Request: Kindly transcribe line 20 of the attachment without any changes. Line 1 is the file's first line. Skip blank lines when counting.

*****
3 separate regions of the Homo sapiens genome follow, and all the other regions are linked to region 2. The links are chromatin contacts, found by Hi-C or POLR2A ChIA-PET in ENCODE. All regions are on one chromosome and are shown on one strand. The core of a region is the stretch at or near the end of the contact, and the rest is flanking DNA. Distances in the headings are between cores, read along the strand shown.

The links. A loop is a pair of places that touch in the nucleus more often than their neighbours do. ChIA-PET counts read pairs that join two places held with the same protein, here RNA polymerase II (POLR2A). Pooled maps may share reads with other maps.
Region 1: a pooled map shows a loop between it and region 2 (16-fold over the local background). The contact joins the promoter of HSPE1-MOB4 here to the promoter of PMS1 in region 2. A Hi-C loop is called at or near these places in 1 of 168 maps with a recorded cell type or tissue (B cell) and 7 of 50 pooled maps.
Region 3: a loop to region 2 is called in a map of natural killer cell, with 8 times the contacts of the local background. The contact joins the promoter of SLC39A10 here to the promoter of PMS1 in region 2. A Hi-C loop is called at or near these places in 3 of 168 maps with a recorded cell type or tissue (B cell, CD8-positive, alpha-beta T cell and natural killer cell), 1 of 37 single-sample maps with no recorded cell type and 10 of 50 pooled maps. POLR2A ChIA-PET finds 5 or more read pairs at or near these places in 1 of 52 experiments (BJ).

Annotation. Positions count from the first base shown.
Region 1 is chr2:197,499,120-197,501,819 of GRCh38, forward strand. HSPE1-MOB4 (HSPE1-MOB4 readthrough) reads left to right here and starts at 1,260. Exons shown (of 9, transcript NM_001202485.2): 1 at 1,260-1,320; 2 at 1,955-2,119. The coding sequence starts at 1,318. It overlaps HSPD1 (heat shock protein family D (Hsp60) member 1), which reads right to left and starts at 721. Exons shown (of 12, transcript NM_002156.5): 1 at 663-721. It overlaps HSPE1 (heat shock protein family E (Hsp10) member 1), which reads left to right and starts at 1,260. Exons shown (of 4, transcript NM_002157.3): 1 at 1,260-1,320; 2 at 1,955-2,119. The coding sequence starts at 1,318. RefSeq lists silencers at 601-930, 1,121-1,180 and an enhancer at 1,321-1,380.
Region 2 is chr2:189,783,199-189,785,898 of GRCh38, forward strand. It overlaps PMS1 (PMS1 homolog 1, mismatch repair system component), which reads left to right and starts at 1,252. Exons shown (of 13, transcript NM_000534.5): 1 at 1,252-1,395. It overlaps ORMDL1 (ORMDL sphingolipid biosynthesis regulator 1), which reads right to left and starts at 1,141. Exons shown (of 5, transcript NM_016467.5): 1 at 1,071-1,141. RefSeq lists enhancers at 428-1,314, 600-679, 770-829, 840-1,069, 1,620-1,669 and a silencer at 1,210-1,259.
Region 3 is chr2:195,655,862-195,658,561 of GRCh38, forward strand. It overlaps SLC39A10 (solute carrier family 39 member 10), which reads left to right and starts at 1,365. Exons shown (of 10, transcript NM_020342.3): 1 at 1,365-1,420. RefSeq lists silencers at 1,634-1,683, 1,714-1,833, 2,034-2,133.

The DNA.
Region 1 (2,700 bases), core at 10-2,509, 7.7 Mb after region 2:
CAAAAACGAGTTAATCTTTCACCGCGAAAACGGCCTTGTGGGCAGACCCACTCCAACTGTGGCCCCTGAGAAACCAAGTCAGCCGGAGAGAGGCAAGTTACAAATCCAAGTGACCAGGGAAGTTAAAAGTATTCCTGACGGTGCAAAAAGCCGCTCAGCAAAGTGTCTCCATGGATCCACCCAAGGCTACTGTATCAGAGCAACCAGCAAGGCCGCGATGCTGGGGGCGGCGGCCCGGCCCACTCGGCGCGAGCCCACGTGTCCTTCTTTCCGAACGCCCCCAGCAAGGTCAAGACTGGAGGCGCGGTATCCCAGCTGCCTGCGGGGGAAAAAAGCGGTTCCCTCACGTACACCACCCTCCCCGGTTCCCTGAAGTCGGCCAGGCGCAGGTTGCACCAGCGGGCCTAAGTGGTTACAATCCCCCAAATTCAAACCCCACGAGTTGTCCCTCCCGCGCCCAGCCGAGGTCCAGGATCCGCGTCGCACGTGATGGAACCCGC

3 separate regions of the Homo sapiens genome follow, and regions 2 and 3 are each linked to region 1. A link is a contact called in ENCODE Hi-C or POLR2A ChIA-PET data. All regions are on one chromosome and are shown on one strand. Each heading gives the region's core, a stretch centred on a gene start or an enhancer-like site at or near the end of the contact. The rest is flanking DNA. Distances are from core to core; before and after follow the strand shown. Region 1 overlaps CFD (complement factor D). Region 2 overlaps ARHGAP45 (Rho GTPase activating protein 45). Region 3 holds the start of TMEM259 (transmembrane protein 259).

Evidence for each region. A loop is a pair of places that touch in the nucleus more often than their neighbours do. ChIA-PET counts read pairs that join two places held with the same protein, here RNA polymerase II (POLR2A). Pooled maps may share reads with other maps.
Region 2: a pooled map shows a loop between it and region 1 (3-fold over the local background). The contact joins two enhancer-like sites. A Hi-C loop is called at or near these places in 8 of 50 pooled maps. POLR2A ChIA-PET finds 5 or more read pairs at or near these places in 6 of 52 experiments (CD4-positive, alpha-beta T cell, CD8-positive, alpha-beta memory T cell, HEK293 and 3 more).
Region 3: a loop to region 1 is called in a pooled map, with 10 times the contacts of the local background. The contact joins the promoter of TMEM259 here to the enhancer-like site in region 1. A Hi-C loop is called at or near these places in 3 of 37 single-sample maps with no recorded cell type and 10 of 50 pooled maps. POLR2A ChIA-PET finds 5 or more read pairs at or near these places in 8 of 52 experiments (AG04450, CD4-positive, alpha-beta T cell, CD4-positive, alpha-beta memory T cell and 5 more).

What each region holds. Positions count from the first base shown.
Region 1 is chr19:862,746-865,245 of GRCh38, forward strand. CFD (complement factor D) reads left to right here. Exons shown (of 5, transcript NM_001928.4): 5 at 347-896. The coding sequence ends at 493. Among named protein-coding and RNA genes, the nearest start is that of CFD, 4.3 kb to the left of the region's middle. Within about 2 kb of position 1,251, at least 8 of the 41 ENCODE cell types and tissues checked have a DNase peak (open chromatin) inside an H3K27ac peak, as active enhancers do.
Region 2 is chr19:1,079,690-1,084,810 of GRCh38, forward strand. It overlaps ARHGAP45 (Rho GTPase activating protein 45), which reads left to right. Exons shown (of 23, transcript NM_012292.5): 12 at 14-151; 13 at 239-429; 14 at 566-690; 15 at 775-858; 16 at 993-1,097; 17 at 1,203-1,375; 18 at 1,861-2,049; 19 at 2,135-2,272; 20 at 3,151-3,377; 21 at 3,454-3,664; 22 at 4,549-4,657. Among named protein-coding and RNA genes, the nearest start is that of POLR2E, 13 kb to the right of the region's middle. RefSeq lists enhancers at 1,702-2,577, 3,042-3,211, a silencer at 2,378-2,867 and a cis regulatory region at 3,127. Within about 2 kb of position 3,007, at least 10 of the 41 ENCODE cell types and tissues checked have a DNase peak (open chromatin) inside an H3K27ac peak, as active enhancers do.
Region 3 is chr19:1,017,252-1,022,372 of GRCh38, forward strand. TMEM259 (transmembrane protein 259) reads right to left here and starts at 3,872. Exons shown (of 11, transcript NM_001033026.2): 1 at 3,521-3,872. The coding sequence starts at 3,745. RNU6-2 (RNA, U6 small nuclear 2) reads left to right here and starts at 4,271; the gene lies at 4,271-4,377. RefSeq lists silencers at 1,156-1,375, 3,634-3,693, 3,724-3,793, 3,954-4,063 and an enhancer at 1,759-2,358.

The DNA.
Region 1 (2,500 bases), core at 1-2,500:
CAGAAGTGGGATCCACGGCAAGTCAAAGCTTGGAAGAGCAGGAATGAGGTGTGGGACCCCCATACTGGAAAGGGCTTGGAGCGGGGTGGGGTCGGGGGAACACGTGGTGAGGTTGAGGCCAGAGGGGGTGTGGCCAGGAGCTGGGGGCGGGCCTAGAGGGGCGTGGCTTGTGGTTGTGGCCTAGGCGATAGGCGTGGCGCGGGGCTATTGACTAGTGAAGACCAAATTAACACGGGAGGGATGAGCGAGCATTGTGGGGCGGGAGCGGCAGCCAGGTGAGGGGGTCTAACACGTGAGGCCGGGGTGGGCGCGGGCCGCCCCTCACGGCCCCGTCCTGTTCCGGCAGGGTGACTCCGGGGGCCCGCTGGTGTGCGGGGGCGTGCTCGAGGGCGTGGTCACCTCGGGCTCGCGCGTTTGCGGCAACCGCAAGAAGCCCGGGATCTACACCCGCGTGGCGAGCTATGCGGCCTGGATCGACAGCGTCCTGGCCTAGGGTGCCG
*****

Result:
The DNA.